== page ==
Beverage alcohol has been around for approximately 1,000 years and while there have been countless discoveries and innovations surrounding the distillation process during that time, the basic techniques have largely stayed the same. Early distilling practices were essentially batch distillations, performed in simple pot stills using a process arguably not too dissimilar from the modern methods of today’s great single malt whisky producers.
Batch distillation in the hands of an experienced distiller can produce incredible whisky, but it does come with some issues. It is labour intensive, often energetically inefficient, requires skills that are difficult to learn (and teach), and produces relatively low volumes of alcohol. As whisky continued to grow in popularity over centuries it was only a matter of time before someone stepped in to address these issues. Enter Aeneas Coffey.
During the early 1800s Coffey was serving as a Customs and Excise officer in Ireland. His job involved ensuring that distillers were operating legally and paying the required excise taxes to the Irish government. As a result, he was put in close proximity to the art of whisky distilling and knew the process as well as anyone. He had witnessed efforts by other inventors at creating a more efficient still design for the production of whisky, though none of those early inventions really took off in the industry. However, he did see the potential for a continuous column still design that could produce large amounts of whisky consistently and efficiently. Tweaking and refining designs from some of these earlier inventors, Coffey was able to finally patent his self-titled Coffey Still in 1830. Capable of producing more than 2,000 gallons of whisky per day, his design forever changed the way the whisky industry (as well as other spirits) operated. The Coffey still was arguably the first true continuous column still of the modern era and while the underlying physics of alcohol distillation remain immutable, the still itself behaves in a vastly different manor than the traditional pot still.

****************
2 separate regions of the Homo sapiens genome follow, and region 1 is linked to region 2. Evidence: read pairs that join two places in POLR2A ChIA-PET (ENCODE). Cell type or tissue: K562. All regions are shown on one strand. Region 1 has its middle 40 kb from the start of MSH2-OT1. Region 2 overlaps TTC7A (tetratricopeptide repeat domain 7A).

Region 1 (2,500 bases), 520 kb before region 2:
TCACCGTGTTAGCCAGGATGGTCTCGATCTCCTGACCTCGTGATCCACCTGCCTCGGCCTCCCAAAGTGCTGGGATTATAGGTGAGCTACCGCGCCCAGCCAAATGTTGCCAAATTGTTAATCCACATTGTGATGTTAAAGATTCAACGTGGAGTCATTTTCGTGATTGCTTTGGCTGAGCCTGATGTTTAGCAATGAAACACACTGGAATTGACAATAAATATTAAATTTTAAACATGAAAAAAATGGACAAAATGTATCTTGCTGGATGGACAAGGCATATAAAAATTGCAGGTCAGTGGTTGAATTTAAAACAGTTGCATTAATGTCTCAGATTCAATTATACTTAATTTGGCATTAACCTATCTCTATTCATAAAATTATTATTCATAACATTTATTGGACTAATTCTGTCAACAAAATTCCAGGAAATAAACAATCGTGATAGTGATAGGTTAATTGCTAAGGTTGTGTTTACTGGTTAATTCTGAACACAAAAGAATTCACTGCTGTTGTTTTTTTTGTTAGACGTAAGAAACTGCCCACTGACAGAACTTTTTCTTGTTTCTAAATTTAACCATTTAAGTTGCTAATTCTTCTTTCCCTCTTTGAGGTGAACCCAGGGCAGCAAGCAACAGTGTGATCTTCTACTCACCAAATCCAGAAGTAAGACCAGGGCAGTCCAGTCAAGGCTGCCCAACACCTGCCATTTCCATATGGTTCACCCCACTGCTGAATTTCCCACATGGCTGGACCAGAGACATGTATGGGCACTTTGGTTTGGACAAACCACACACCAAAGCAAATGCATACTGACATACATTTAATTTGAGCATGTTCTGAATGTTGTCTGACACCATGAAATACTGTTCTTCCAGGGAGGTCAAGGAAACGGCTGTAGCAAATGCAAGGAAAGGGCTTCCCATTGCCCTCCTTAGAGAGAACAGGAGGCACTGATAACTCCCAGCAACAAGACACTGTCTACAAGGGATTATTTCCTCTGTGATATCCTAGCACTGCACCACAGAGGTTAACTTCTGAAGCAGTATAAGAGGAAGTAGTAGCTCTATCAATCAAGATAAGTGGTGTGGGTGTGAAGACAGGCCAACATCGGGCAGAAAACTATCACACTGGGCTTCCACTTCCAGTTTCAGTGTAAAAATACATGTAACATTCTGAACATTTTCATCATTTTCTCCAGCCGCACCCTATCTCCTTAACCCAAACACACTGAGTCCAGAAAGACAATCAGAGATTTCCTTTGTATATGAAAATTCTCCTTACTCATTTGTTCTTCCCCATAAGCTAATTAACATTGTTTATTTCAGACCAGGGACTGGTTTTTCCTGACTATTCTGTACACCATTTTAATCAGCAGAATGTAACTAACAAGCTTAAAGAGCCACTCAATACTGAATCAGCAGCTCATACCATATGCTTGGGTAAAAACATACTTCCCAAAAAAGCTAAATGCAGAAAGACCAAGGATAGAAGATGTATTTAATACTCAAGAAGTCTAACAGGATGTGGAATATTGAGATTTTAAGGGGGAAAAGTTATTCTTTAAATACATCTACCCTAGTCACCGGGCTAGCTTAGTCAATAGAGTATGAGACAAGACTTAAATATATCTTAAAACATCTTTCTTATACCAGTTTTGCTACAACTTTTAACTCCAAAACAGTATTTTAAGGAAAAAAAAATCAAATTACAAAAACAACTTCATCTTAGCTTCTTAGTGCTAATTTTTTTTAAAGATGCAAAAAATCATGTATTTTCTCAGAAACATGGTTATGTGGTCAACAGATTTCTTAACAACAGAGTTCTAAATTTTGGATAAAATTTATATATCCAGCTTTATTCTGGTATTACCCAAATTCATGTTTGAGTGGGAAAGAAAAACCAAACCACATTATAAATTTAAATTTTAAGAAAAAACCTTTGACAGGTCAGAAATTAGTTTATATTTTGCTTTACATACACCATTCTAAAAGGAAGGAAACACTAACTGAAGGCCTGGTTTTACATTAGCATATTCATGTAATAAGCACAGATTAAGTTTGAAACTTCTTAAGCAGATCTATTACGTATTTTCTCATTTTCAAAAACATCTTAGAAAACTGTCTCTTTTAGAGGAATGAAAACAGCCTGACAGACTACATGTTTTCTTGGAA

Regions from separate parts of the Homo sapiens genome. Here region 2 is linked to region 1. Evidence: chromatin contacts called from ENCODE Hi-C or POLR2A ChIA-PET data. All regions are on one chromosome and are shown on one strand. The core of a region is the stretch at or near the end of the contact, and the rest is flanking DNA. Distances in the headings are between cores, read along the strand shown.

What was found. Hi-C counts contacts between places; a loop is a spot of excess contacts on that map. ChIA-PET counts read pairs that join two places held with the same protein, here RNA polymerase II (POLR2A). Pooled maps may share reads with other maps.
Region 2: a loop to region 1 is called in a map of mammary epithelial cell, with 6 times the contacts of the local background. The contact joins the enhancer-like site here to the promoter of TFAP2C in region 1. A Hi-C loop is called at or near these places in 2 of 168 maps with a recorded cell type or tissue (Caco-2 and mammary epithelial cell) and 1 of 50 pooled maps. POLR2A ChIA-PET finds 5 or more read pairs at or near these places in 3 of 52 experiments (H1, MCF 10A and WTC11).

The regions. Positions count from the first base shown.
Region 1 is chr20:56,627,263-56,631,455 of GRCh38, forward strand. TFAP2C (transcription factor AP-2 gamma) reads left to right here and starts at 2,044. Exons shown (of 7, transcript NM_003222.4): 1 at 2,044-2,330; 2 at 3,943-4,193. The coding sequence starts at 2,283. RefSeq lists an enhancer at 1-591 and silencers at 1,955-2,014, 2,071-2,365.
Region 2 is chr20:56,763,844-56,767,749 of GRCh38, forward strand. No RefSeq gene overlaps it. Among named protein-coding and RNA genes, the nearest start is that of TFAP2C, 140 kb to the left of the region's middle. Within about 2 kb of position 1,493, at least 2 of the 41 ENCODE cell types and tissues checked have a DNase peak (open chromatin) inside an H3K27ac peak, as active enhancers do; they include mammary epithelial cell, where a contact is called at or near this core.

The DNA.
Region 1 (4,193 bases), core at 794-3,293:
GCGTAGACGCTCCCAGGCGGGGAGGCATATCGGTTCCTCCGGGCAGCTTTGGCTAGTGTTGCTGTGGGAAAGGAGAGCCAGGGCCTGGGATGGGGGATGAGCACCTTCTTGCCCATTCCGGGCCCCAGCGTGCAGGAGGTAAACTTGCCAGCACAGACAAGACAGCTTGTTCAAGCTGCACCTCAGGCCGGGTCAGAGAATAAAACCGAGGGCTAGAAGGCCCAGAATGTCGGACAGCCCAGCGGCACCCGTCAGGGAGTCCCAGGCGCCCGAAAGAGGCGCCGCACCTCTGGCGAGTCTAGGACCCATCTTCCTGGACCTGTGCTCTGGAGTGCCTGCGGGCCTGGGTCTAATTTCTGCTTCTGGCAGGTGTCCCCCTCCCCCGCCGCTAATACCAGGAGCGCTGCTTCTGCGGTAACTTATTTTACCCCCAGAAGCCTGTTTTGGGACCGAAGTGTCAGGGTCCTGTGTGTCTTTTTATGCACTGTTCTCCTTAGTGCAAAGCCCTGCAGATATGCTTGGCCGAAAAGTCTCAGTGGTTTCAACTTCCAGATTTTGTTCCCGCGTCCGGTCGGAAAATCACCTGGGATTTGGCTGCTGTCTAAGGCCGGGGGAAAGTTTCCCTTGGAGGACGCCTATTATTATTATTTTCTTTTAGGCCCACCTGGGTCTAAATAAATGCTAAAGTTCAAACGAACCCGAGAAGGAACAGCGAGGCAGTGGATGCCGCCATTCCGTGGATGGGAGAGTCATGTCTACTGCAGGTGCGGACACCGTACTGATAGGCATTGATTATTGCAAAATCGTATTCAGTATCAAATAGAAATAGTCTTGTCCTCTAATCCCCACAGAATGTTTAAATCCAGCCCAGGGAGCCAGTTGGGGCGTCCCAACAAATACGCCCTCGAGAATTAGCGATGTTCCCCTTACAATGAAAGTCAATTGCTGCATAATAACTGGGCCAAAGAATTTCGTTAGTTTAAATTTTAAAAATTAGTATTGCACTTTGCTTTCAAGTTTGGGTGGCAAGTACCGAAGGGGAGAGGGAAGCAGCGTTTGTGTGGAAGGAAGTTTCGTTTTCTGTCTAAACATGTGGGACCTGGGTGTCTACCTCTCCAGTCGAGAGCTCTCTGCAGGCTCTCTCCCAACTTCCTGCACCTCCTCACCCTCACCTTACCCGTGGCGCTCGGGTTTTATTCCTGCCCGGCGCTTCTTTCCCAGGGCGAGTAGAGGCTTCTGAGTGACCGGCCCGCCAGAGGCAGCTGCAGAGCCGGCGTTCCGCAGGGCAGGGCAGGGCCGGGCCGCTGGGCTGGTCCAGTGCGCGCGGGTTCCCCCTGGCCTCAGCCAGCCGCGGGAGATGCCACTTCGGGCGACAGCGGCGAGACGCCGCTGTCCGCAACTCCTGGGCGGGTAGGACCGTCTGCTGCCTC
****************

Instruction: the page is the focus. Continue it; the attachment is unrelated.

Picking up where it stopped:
In a pot still a discrete volume of fermented wash is distilled completely. Afterwards the dealcoholized liquid in the pot is drained, new fermented wash is pumped in, and the whole process begins anew. This process is also known as batch distillation. In a continuous column still, the process is – as the name suggests – continuous. Outside of periodic maintenance or labour scheduling breaks, the still is constantly having fermented wash pumped into it with condensed distillate emerging on the other side. Speaking with Kyle Grant, project manager at Vendome Copper & Brassworks, he points out that these stills provide huge benefits to the busy whisky maker. “A continuous system requires minimal supervision, runs consistently and predictably, and has a significantly smaller footprint than a pot still of equal capacity, allowing for more efficient use of resources and space.”
A column still is composed of one or more towers with distillation plates or trays placed at specific intervals inside. A stream of preheated fermented wash (the ‘feed’) is pumped into the column somewhere in the midsection onto the feed plate. Live steam is fed into the column from the bottom and travels upward, eventually coming into contact with the fermented wash. The steam volatilises (evaporates) components of the wash such as flavour compounds and the all-important ethanol, which continue to travel up in the column in the form of vapour. The heavier components of the wash continue downwards, exiting the still as ‘bottoms’.